How to configure Microsoft Azure VNet-to-VNet
After reading this article you will be able to:
- What is Azure Virtual Network
- Capabilities of Azure VNET
- Creating the second virtual networks
- Configuring two virtual networks
- Communicate between the VM’s
CLOUD NETWORKING ARTICLES
What is Cloud Networking?
What is a Hybrid Cloud Network?
What is Terraform and Infrastructure as Code?
What is AWS VPC Peering?
What is Transitive Routing?
Azure Networking Fundamentals
Microsoft Azure VNet Features
Azure Virtual Private Network (VPN)
How do I configure Azure VNet to VNet
Handling overlapping IPs
How to Configure Azure VNET to VNET
Imagine if you could connect and monitor multiple devices or perhaps computers from a central machine; it makes the connection to those devices easier and smarter than if you had to be present at every location. Well, that’s literally what the Azure Virtual Network is capable of doing and if you are working with Azure and you know how impactful Microsoft Azure can be, you will be interested in maximally utilizing Azure networks to meet your networking/cloud goals.
Connecting two computers can be somewhat tedious, not to mention joining two virtual networks. But with Azure in place, communication will be much better and organized with a few clicks of the mouse.
What is Azure Virtual Network?
An Azure Virtual Network (VNET) is a virtual rendition of your network in the cloud. Right from your portal, you can control and monitor your resources, policies and other settings. Interestingly, Azure provides a secure connection for your azure resources, internet-based connections, or even on-premise data centers. Usually, a VM is assigned to particular geolocation. However, virtual network peering has enabled for flexible connectivity and communications between the virtual network in various locales.
Capabilities of Azure VNET
With this technology, networking experts need not worry about the long typical process when communicating from different data centers across the world. All they need to do is to tap into the capabilities of Azure virtual network peering.
An Azure Virtual Network ensures the following capabilities are provided:
- Isolation and Segmentation
- Communicate with on-premise data centers
- Filtering network traffic
- Communicating with the internet
- Communicating between azure resources
- Routing network traffic
Since this blog is structured to teach the cloud enthusiast how to configure Azure VNET Peering, it won’t be going into much detail around peripheral topics, but you can gain more insight on the listed capabilities by clicking here to learn more.
Creating a Virtual Network
To build a virtual network, you must perform the following:
- Open this website http://portal.azure.com/ through your browser. You will have to sign to your account to gain access to your portal.
- Open the Create Resource menu and navigate to the Networking option where you click on Virtual Networks.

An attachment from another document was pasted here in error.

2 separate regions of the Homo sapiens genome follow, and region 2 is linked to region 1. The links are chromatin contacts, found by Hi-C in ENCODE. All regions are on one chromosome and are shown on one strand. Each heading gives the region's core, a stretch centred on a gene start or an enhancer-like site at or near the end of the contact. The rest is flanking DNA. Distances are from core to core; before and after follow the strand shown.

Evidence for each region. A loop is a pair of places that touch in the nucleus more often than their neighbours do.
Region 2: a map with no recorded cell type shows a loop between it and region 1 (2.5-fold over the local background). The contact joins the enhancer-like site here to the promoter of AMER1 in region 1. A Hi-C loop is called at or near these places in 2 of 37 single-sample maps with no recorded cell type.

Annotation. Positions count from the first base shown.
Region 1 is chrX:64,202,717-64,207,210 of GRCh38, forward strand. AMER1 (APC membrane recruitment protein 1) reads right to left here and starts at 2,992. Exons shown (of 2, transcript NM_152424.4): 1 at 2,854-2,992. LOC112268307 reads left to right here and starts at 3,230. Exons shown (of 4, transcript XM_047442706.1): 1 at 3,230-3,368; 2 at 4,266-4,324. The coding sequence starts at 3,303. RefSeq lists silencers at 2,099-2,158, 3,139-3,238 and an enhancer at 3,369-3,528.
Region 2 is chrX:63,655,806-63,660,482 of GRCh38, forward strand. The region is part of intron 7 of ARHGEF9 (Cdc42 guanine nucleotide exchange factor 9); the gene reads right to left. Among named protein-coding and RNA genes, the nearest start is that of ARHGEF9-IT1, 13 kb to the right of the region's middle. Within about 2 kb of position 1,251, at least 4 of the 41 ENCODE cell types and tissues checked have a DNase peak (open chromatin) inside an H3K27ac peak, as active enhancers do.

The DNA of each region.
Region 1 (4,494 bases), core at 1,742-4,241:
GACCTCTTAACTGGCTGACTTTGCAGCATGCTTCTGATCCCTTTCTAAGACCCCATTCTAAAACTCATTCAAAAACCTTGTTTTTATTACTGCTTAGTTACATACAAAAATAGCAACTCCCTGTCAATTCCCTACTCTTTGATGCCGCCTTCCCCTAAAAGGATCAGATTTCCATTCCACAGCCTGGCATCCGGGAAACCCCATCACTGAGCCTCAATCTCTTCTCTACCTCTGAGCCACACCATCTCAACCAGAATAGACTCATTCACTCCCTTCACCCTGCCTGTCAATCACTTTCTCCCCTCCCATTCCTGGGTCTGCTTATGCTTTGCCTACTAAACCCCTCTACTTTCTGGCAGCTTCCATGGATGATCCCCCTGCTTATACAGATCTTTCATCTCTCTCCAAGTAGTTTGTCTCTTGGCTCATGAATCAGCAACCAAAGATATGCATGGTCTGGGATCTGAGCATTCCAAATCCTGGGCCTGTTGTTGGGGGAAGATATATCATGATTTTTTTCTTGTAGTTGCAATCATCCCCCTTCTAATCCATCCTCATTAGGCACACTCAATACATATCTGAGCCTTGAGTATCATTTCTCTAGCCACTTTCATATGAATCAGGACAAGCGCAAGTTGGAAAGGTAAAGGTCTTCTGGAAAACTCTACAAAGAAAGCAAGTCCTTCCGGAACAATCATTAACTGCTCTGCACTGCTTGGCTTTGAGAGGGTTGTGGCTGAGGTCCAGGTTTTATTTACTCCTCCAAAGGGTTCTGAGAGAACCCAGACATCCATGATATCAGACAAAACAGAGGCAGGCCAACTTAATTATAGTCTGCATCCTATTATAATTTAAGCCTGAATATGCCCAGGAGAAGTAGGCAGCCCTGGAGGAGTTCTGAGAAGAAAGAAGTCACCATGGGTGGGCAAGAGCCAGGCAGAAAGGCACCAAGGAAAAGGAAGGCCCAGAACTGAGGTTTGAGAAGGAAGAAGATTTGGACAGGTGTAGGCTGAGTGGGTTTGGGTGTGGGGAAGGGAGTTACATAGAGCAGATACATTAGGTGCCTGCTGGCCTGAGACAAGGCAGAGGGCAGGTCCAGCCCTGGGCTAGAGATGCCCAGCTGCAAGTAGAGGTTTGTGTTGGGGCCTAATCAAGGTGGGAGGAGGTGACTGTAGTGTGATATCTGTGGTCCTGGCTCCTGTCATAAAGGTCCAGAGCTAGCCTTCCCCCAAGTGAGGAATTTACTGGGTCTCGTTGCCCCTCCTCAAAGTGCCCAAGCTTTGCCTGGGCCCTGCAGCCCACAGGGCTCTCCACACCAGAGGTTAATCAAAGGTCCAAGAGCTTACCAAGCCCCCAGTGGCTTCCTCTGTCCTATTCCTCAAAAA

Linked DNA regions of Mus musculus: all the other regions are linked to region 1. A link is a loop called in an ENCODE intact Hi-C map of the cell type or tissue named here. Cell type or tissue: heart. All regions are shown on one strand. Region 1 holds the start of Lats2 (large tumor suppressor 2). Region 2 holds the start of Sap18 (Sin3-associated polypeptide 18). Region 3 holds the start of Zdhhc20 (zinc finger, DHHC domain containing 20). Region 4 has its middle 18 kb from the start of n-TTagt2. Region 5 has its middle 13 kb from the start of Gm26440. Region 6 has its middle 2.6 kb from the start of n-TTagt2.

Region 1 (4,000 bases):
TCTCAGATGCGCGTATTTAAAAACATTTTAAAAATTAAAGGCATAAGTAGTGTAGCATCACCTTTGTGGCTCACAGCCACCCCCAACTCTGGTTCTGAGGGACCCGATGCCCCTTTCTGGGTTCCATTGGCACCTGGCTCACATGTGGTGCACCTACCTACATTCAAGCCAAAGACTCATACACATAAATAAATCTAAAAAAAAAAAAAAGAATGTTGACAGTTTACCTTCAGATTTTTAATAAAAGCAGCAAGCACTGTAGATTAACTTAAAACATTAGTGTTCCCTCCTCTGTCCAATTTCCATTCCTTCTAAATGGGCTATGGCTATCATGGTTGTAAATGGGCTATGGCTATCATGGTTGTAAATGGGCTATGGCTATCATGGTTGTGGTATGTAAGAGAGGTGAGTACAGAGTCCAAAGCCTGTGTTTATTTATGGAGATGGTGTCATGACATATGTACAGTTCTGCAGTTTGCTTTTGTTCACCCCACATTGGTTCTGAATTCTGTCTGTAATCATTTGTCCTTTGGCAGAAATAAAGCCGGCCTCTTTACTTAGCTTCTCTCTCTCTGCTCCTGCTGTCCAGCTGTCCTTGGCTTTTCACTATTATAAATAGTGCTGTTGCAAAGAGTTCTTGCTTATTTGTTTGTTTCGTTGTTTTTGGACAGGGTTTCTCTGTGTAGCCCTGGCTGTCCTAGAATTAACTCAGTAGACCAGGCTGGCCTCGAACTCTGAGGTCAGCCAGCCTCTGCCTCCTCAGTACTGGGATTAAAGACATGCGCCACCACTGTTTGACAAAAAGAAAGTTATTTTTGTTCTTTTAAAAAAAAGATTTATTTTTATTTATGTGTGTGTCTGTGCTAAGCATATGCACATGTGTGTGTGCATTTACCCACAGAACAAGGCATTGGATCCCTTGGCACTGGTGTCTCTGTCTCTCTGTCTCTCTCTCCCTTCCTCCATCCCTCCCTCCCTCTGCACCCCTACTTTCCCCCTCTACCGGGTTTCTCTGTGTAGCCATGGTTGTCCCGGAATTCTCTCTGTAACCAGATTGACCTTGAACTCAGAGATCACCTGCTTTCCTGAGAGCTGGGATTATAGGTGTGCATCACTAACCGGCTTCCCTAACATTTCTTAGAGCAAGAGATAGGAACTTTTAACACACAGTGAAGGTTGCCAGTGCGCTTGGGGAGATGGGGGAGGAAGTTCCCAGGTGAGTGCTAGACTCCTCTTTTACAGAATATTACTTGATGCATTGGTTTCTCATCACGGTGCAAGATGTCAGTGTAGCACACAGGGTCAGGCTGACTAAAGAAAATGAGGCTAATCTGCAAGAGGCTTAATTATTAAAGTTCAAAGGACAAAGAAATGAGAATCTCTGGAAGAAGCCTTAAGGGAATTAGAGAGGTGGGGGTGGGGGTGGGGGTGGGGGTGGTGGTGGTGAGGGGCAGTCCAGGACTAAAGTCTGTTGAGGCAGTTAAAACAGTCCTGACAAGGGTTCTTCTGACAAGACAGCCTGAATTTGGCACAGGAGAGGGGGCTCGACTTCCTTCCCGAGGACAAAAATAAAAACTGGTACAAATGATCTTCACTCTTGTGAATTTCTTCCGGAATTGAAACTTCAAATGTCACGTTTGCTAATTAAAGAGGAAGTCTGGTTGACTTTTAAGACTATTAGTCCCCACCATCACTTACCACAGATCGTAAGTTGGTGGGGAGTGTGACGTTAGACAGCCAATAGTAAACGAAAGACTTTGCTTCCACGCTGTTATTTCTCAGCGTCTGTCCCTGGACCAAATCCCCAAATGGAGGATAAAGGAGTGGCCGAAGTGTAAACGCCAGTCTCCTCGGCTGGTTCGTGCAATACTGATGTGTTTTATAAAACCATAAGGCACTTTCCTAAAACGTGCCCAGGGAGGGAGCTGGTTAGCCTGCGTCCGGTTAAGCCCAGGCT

- Type the name of the virtual network menu when it opens and then configure your address space as well. Select between frontend and backend before selecting the subnet CIDR block. Other information on that page will be based on your location or purpose of work.
Creating the second virtual network
Now that your first VNET is set up, you will now create another virtual network. You can apply this simple generic values when building your virtual networks.
|Subscription||Select your subscription.|
|Resource group||Select Create new and enter myFlyGroup.|
|Location||Select West US.|
|Subnet Address range||10.0.0.0/24|
- Complete the same steps with changes in the name, address space, resource group, and subnet address range. To connect two virtual networks, every VNET will need a subnet gateway. Afterward, add a public IP address to your virtual network.
- To create a network gateway, you’ll need to click new on the management portal and search for virtual network gateway in the search fields. Follow the procedures and name the virtual network gateway pane you have created.
- Link the new gateway with the virtual network to the public IP address created in the previous steps by clicking virtual network and IP address respectively.
- Choose the resource group and click create.
Configuring two virtual networks
- Just click the new menu in the management portal and select the networking options.
- Click connection when the networking pane opens
- Give the new connection a name when the connection pane opens.
- When choosing the connection type, ensure you select VNET-to-VNET.
- Remember you will need to create a network gateway for the two VNETS. Input the two VNETS in the first and second network gateway fields respectively. Choose a long key in the Shared Key (PSK) field to establish the VPN connection between the VNets.
- Select an existing resource group and click create.
So here you have it, you have configured your VNET to VNET successfully if you followed the instructions outlined above.